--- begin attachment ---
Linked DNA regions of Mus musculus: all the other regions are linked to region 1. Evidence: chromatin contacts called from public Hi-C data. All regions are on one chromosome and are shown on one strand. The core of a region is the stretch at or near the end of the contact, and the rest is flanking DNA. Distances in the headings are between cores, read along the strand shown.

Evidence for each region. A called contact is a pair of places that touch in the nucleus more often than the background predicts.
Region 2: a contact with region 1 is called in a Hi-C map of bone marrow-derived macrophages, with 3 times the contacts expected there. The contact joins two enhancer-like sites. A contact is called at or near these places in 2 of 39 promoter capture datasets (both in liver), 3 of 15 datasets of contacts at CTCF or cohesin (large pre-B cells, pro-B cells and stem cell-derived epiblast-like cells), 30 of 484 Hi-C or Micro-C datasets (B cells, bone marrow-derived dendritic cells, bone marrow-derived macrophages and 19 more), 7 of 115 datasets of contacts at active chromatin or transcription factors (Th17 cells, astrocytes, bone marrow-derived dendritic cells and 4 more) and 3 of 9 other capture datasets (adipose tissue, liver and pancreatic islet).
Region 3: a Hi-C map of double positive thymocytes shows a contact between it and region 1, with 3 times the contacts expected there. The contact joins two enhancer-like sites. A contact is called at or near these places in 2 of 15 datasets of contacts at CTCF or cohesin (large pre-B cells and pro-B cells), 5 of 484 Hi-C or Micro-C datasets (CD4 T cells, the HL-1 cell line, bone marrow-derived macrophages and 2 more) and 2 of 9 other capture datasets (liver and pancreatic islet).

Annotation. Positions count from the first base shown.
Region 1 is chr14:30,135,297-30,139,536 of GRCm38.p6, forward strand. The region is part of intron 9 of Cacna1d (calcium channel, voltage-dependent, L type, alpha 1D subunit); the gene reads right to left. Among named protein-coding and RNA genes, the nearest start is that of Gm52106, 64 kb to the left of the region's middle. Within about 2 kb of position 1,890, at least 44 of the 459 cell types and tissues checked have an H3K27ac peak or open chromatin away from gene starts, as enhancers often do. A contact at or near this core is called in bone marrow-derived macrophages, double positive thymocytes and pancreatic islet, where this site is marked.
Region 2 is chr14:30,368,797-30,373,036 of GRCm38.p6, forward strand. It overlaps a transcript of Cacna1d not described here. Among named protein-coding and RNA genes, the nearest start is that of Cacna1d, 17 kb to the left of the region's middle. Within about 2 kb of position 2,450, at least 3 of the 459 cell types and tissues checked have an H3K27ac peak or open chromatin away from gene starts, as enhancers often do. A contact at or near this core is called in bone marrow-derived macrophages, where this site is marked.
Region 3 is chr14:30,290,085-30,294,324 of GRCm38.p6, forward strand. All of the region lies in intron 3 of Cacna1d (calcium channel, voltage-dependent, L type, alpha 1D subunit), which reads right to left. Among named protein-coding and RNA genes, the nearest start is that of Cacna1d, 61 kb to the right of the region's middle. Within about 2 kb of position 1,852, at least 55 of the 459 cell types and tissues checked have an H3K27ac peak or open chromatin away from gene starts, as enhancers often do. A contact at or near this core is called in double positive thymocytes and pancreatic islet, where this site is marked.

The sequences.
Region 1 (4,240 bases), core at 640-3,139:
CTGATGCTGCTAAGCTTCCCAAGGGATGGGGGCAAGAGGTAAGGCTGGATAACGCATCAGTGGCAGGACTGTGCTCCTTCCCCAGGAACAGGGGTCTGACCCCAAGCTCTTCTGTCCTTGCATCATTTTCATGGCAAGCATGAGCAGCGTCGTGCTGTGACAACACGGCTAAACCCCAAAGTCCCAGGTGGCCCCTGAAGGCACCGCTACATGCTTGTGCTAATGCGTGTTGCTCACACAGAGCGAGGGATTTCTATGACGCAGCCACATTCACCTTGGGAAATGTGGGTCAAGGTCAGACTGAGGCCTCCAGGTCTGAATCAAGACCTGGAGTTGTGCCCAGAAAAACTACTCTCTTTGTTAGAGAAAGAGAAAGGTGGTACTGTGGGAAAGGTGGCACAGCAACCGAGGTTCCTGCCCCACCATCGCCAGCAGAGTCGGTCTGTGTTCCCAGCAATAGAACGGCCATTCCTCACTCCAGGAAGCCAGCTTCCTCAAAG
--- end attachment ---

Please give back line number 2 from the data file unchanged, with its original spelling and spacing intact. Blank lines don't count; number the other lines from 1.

Evidence for each region. A called contact is a pair of places that touch in the nucleus more often than the background predicts.